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Stage"Steps" How do you put a Hitchcock thriller onstage? It helps to hire a certified chameleon like Arnie Burton.
By now Broadway audiences are used to seeing popular films adapted for the stage, particularly into musicals. The 39 Steps, which begins performances on Jan. 4 at the American Airlines Theatre, is something completely different: A lithe, funny, four-actor staging of Alfred Hitchcock's 72-year-old classic film thriller, which involves a chase across the Scottish highlands and a fight on the top of a moving train.

Wait a sec--how the heck are they going to do that on stage with just four actors? For starters, make sure one of them is the endlessly versatile Arnie Burton, a specialist in David Ives comedies (All in the Timing, Mere Mortals) who's also done time in such multicharacter pieces as The Mystery of Irma Vep, I Am My Own Wife and Greater Tuna.

"I know the joys of Velcro," says Burton, who, along with Cliff Saunders and Jennifer Ferrin, plays multiple roles in support of leading man Charles Edwards. "I'm used to having dressers rip costumes on and off me and tell me who I am as I run out onstage."

This prompting came in handy one night at Boston's Huntington Theatre, where this stateside Steps, a version of a still-running West End hit, recently had its out-of-town tryout. "I jumped a character--I was changing into a milkman, and they were saying, 'No, no, no, you're a spy!' " Burton recalls with a laugh. "So they had to rip the milkman costume off me in a hurry and dress me as the spy."

Burton also plays the piece's villain, a sinister professor known for one physical peculiarity: He's missing the end of one pinkie finger.

"You'd be amazed by what I'm able to do with my hand," Burton boasts. "When I went in for my audition, they said, 'None of the actors have been able to do that with their little finger.' I guess the others had to hold it against their chest to make it look like part of their finger was gone, but I'm somehow able to manipulate my finger and keep it there. It's one of my special talents!"

This kind of simple, low-tech trickery is part of the fun of this adaptation, by Patrick Barlow and the director Maria Aitken. The stage design resembles a theatre's backstage, and though Burton jokes "we have almost every fog machine in the New York area," the show achieves most of its special effects with just lighting and sleight of hand.

"I think that's one of the reasons has been so successful," Burton says. "There's something that people love about the pure theatre of it--they're not being fooled. They're asked to play along. The concept is almost like it's a scrappy little theatre company that wants to do The 39 Steps, and of course the leading man isn't going to want to move furniture or change character, so the rest of us are kind of put-upon to enact the rest of the film."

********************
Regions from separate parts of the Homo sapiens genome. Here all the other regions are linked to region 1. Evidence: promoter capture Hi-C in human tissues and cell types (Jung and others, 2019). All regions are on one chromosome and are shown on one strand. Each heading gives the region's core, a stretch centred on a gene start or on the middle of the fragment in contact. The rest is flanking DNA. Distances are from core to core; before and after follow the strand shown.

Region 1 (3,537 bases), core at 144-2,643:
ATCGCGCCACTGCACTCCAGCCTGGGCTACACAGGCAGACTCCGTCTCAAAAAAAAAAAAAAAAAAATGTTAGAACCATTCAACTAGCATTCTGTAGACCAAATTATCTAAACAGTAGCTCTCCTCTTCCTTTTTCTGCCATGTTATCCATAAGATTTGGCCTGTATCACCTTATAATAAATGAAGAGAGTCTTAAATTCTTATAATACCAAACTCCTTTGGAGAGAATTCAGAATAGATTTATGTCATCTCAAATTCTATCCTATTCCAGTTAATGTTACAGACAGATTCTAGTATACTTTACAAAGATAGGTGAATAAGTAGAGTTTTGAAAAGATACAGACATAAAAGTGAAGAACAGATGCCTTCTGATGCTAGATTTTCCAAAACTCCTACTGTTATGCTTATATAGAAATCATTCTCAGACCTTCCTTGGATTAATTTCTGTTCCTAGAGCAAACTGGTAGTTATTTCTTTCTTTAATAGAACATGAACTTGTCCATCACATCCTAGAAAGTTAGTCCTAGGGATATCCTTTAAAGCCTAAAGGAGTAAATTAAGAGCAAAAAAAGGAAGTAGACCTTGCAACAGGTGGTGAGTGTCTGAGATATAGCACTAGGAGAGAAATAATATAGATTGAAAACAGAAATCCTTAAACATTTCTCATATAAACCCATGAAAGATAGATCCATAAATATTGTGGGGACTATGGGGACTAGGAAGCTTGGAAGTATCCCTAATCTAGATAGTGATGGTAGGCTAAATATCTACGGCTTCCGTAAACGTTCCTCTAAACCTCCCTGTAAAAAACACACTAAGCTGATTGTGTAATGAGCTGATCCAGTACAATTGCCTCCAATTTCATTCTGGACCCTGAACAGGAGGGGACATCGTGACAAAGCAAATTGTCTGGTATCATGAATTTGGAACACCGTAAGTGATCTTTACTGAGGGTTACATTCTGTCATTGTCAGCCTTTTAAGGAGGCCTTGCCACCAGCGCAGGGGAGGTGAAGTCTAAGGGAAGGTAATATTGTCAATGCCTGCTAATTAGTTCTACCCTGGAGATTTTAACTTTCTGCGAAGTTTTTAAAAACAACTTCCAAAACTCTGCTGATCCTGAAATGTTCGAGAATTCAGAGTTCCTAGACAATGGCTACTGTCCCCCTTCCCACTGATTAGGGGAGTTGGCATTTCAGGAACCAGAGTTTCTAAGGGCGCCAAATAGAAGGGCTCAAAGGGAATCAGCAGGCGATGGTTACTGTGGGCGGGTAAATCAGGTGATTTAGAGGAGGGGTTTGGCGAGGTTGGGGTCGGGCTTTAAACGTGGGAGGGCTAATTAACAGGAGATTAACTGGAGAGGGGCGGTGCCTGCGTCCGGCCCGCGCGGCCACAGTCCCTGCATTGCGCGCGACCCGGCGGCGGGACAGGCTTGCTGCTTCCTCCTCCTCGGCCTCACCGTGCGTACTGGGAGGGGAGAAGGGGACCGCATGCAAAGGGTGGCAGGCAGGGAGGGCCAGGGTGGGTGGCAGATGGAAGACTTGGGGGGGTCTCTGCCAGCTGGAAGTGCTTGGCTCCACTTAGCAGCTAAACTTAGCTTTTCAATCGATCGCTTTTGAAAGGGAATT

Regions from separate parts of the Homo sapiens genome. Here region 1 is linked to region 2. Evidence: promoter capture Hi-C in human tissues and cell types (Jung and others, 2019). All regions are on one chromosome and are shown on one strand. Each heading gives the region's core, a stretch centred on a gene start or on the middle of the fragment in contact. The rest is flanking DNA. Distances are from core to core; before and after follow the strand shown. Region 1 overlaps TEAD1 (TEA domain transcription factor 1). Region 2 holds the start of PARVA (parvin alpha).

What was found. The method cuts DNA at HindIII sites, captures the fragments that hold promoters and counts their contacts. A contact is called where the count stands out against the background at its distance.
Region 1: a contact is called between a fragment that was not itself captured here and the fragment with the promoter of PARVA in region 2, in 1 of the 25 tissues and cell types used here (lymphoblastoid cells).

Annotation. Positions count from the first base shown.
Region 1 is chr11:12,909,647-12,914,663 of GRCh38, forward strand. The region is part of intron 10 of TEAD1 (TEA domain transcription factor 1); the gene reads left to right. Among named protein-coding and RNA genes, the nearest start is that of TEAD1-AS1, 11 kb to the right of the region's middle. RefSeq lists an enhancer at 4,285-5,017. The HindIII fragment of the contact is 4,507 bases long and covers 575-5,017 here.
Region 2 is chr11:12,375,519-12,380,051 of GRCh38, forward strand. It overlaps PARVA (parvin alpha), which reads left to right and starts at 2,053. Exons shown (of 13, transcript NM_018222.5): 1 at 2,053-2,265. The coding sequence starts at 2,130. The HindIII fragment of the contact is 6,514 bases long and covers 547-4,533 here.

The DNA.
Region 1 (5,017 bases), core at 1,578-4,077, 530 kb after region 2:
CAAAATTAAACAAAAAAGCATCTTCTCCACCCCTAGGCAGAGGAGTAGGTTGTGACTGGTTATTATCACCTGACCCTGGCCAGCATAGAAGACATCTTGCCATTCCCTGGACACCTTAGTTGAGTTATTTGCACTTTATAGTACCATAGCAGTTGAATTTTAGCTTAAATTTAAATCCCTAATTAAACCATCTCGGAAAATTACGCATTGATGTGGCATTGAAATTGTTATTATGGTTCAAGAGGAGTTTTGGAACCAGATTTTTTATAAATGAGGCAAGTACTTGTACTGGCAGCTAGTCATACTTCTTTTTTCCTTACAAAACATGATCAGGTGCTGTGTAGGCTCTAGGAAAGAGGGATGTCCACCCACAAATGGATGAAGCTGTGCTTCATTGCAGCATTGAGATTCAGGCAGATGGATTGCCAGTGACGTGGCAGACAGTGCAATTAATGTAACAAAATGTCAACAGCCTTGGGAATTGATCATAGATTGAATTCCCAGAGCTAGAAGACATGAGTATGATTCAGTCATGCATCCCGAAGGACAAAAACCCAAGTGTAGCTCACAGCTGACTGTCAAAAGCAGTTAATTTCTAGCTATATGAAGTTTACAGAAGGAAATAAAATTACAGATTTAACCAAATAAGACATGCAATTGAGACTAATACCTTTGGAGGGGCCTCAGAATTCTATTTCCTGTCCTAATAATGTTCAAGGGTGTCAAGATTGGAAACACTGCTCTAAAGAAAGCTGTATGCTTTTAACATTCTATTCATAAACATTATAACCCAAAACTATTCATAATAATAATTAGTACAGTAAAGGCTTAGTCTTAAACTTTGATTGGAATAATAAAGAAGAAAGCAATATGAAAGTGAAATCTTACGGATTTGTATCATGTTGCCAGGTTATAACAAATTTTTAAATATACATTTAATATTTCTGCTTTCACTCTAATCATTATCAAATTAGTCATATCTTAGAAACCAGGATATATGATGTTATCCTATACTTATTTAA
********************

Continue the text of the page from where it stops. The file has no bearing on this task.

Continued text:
The film's most famous screwball-comedy device is the handcuffing together of its attractive but initially unfriendly romantic leading man and woman. A good portion of the film's action involves these two unequally, and unhappily, yoked protagonists being chased within an inch of their lives--mistakenly, of course. The results are both deliciously comic and erotic.

They are even more laughs in director Aitken's staging, as Burton explains.

"There's a chase scene where the two leads are being pursued, and Cliff and I become all the impediments: We become a bog, we become a bush. The audience loves it; it puts them almost in a childlike state of wonder." Not to mention that "all my early acting exercises playing inanimate objects came in handy--I never thought they would, but I guess the acting teacher was right!"

The rich paradox of this production, according to Burton, is that while it's an homage to the cinema, and in particular to Hitchcock's shimmering black-and-white classic, it's also a "valentine to the theatre, and to what you can only do in the theatre."

This hits a sweet spot for Burton, who, though he's done his share of on-camera work, remains "a theatre geek since my early days in Idaho." Even then, raised on a farm, his dreams wandered elsewhere.

"I always dreamed of New York and the theatre, even before I knew what they were," Burton recalls. "We had no neighbors for miles, and so I always felt the urge to live in a place where people are crowded in on all sides of you. And there was no theatre to speak of there then, but I always dreamt of the theatre. I don't know where it came from."

You can file that as a mystery--and, based on Burton's description and advance reviews, you can put The 39 Steps in that magical, category-defying place between comedy, thriller and pure theatrical experience.

For more information about The 39 Steps, go here.